STILLWATER, Okla. -- Boosters and assistant coaches at Oklahoma State handed out tens of thousands of dollars to players for at least a decade as the football program grew into a national power under coaches Les Miles and then Mike Gundy, according to a Sports Illustrated article released Tuesday.
The article, which quoted several former players by name, said some players received $2,000 to $10,000 annually, with a few stars receiving $25,000 or more. Eight players told SI they received cash, while 29 others were named by teammates as taking money. The transgressions cited stretched from 2001 until at least 2011, the magazine said.
-- An Oklahoma State assistant coach, Joe DeForest, paid cash bonuses to players of up to $500 for performance.
-- Boosters and assistant coaches funneled money to players and provided sham jobs for which players were paid.
-- Tutors and school personnel completed school work for players and professors gave passing grades for little or no work.
-- The program's drug policy was selectively enforced, allowing some players to go unpunished for repeated positive tests.
-- Some members of a hostess program used by the football coaching staff had sex with recruits.
MSU QBs: Mark Dantonio could have his third quarterback rotation in as many games with Michigan State freshman Damion Terry officially in the mix for Saturday's game against Youngstown State.
Terry is expected to get the second-most repetitions at practice, behind second-game starter Connor Cook. The Spartans (2-0) are looking for answers for an offense that has scored just two touchdowns.
NFL ratings: San Francisco's victory over Green Bay was the highest-rated and most-watched telecast of any kind since the Academy Awards in February, leading Fox to its best NFL opening week ever.
Sunday's game earned a 16.6 rating and was watched by 28.5 million viewers, the network says Tuesday.
The Philadelphia Eagles' victory over Washington earned an 11.6 overnight rating, the highest for a Monday Night Football opener on ESPN.
CBS earned an 11.2 rating for its regional coverage, its highest in 14 years for the opening week.
Suh fined: Ndamukong Suh's latest controversial play drew a hefty fine.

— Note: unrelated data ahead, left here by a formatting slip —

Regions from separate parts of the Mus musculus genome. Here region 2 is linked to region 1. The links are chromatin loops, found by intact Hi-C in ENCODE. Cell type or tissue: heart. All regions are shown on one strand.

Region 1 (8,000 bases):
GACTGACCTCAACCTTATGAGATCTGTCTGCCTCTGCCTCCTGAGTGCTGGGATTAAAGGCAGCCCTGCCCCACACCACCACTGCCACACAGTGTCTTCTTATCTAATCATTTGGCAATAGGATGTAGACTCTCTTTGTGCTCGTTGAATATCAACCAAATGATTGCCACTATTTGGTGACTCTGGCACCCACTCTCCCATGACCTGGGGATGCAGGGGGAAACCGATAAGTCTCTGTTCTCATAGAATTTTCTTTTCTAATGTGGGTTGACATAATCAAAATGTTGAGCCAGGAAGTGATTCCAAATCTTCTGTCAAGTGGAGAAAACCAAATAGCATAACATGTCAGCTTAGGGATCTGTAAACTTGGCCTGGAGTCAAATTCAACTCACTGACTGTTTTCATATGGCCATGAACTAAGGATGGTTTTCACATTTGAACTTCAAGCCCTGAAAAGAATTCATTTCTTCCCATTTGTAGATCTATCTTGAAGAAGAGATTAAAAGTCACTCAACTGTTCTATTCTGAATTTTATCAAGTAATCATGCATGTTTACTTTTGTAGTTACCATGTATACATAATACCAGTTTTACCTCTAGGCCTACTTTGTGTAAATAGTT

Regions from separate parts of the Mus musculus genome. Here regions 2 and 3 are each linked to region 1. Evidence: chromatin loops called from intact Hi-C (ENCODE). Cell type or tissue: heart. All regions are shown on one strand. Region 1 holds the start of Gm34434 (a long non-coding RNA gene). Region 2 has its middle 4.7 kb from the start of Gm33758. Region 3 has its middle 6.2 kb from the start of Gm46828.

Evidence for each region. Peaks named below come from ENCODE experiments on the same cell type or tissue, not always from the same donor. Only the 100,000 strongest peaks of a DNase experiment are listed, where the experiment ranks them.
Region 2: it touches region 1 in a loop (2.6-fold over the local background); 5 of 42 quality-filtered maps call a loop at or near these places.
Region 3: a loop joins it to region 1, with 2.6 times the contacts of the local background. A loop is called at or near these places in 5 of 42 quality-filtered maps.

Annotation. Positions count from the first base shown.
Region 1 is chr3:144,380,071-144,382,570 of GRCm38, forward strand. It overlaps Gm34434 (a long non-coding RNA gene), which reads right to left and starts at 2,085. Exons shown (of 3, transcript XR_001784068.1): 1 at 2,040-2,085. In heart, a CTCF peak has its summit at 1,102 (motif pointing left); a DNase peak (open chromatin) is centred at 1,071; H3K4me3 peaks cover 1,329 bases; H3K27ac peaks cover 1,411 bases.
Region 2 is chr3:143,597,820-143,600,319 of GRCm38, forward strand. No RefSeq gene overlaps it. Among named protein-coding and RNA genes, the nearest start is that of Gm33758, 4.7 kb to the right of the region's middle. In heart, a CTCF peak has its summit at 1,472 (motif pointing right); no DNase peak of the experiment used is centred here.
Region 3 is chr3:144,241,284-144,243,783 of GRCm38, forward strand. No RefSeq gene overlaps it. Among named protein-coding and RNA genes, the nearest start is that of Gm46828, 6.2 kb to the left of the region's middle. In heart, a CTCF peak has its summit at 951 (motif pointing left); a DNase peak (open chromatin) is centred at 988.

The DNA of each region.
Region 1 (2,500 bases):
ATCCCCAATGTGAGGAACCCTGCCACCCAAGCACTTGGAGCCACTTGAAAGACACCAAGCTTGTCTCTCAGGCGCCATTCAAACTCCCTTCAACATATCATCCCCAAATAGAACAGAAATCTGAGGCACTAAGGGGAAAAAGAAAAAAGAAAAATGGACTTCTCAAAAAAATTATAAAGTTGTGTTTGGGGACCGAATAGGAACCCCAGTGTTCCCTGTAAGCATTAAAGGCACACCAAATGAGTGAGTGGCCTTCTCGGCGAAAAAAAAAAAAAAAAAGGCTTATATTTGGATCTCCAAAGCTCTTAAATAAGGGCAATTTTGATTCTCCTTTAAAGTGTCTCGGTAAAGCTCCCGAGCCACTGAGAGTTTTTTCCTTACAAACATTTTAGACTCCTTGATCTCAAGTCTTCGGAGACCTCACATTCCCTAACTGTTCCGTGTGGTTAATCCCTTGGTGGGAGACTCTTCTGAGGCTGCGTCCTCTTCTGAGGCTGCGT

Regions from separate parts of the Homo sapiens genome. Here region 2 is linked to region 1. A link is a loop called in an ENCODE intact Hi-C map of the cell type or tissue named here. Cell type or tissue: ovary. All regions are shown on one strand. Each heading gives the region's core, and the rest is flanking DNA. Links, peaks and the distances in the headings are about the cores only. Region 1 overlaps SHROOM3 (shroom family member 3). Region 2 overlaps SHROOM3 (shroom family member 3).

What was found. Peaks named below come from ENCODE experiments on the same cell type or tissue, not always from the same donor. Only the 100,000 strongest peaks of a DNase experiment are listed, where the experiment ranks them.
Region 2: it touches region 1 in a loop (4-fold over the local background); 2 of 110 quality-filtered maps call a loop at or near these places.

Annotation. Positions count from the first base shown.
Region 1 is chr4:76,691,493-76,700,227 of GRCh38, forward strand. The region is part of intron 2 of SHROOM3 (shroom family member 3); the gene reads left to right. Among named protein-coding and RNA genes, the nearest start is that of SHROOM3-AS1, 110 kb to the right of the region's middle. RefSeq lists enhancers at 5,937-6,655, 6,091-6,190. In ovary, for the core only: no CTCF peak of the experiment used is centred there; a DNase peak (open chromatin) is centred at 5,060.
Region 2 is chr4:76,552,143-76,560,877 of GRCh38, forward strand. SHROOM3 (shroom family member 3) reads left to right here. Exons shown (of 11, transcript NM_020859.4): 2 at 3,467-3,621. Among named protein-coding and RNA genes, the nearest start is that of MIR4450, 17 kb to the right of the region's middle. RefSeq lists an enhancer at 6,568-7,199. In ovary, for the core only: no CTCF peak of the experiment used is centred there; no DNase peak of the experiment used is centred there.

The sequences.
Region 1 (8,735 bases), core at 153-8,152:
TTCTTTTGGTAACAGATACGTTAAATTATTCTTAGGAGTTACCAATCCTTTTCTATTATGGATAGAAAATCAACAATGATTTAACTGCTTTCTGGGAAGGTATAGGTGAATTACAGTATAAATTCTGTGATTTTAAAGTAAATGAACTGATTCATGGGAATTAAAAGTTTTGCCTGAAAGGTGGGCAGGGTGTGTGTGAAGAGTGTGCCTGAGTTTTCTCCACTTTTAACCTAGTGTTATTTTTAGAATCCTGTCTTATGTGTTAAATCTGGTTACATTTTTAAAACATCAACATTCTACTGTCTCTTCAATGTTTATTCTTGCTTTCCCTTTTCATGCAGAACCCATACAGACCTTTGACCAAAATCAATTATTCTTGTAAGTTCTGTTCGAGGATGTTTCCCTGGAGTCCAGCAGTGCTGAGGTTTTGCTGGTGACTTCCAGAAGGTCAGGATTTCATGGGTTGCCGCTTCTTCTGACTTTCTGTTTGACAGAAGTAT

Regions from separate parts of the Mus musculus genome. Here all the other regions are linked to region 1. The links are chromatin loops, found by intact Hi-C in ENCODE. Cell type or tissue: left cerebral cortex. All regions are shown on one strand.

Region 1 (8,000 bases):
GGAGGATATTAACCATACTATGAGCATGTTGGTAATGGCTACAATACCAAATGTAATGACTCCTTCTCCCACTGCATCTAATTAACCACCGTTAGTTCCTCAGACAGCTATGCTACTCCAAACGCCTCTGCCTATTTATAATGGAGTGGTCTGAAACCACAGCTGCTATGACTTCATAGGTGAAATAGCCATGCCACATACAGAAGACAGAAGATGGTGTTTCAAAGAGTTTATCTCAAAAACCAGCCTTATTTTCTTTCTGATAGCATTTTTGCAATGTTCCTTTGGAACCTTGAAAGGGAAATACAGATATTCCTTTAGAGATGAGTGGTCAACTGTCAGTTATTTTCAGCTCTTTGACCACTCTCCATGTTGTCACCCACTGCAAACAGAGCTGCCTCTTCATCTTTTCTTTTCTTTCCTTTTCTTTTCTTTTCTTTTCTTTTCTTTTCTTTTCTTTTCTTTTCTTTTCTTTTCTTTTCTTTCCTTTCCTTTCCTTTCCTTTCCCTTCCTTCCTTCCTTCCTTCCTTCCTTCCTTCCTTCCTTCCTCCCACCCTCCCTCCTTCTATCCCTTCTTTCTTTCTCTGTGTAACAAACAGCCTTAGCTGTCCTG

The Detroit defensive tackle was docked $100,000 by the NFL for his illegal low block on Minnesota center John Sullivan in the Lions' season-opening victory Sunday. Suh hit Sullivan during an interception return by Detroit linebacker DeAndre Levy, and the penalty negated what would have been a touchdown.
Yanks make trade: In a sign that Derek Jeter might not be back anytime soon, the New York Yankees obtained slick-fielding shortstop Brendan Ryan from the Seattle Mariners on Tuesday night for a player to be named.
Ryan would not be eligible to play in the postseason for New York because wasn't on the team by Aug. 31. But for the rest of the month, he can provide a solid glove at shortstop as a starter or defensive replacement as the Yankees chase a wild-card berth.
De La Hoya rehab: Oscar De La Hoya has admitted himself to a treatment facility as he continues to fight substance abuse, just days ahead of the big fight his company is promoting between Floyd Mayweather Jr. and Canelo Alvarez.
The former boxer issued a statement Tuesday saying he voluntarily admitted himself to an unnamed facility.
Retracts 9-11 special: A Wisconsin golf course owner who advertised nine holes of golf for $9.11 to mark the anniversary of the Sept. 11 terrorist attacks apologized Tuesday but said he would keep the club open despite a backlash that included death threats.
Tumbledown Trails Golf Course near Madison advertised the special in the Wisconsin State Journal newspaper on Monday, saying it was intended to commemorate the 12th anniversary of the attacks that killed nearly 3,000 people. The discount, which also included 18 holes of golf for $19.11, was good for the anniversary on Wednesday only.